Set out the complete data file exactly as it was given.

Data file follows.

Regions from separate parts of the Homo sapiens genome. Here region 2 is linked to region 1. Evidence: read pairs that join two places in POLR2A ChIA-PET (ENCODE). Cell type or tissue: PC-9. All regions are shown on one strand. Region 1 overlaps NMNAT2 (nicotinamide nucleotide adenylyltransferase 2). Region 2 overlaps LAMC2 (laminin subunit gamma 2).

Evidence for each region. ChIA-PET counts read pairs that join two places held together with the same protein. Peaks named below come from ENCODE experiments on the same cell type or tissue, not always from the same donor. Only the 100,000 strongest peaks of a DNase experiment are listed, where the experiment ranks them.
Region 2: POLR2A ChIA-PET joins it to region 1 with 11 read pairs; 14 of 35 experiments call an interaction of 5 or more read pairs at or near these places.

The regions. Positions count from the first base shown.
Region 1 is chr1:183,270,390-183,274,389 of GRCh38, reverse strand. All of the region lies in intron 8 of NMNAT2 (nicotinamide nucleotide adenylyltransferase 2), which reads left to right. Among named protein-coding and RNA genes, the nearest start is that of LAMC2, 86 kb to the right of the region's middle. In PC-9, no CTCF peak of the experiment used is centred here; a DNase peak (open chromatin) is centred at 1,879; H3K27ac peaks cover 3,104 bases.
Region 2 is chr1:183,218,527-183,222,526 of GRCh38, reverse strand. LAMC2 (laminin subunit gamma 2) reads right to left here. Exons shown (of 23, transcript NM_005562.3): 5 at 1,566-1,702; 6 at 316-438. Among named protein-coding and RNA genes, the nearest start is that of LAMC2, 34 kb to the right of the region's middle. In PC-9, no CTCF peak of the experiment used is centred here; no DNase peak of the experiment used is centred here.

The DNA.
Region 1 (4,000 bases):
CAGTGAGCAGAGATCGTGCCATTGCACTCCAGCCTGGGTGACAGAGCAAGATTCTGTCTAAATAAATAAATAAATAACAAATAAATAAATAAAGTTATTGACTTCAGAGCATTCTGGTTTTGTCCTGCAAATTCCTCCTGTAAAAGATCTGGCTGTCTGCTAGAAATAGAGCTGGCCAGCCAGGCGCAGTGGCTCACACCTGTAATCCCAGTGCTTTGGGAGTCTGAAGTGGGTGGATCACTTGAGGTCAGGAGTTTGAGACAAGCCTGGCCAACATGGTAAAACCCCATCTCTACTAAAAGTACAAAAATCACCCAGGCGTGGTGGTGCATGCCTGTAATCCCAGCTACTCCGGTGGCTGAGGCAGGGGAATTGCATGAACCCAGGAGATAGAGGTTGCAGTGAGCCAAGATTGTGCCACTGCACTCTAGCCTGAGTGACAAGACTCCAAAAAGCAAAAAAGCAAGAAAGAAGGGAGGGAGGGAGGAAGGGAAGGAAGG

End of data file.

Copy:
Regions from separate parts of the Homo sapiens genome. Here region 2 is linked to region 1. Evidence: read pairs that join two places in POLR2A ChIA-PET (ENCODE). Cell type or tissue: PC-9. All regions are shown on one strand. Region 1 overlaps NMNAT2 (nicotinamide nucleotide adenylyltransferase 2). Region 2 overlaps LAMC2 (laminin subunit gamma 2).

Evidence for each region. ChIA-PET counts read pairs that join two places held together with the same protein. Peaks named below come from ENCODE experiments on the same cell type or tissue, not always from the same donor. Only the 100,000 strongest peaks of a DNase experiment are listed, where the experiment ranks them.
Region 2: POLR2A ChIA-PET joins it to region 1 with 11 read pairs; 14 of 35 experiments call an interaction of 5 or more read pairs at or near these places.

The regions. Positions count from the first base shown.
Region 1 is chr1:183,270,390-183,274,389 of GRCh38, reverse strand. All of the region lies in intron 8 of NMNAT2 (nicotinamide nucleotide adenylyltransferase 2), which reads left to right. Among named protein-coding and RNA genes, the nearest start is that of LAMC2, 86 kb to the right of the region's middle. In PC-9, no CTCF peak of the experiment used is centred here; a DNase peak (open chromatin) is centred at 1,879; H3K27ac peaks cover 3,104 bases.
Region 2 is chr1:183,218,527-183,222,526 of GRCh38, reverse strand. LAMC2 (laminin subunit gamma 2) reads right to left here. Exons shown (of 23, transcript NM_005562.3): 5 at 1,566-1,702; 6 at 316-438. Among named protein-coding and RNA genes, the nearest start is that of LAMC2, 34 kb to the right of the region's middle. In PC-9, no CTCF peak of the experiment used is centred here; no DNase peak of the experiment used is centred here.

The DNA.
Region 1 (4,000 bases):
CAGTGAGCAGAGATCGTGCCATTGCACTCCAGCCTGGGTGACAGAGCAAGATTCTGTCTAAATAAATAAATAAATAACAAATAAATAAATAAAGTTATTGACTTCAGAGCATTCTGGTTTTGTCCTGCAAATTCCTCCTGTAAAAGATCTGGCTGTCTGCTAGAAATAGAGCTGGCCAGCCAGGCGCAGTGGCTCACACCTGTAATCCCAGTGCTTTGGGAGTCTGAAGTGGGTGGATCACTTGAGGTCAGGAGTTTGAGACAAGCCTGGCCAACATGGTAAAACCCCATCTCTACTAAAAGTACAAAAATCACCCAGGCGTGGTGGTGCATGCCTGTAATCCCAGCTACTCCGGTGGCTGAGGCAGGGGAATTGCATGAACCCAGGAGATAGAGGTTGCAGTGAGCCAAGATTGTGCCACTGCACTCTAGCCTGAGTGACAAGACTCCAAAAAGCAAAAAAGCAAGAAAGAAGGGAGGGAGGGAGGAAGGGAAGGAAGG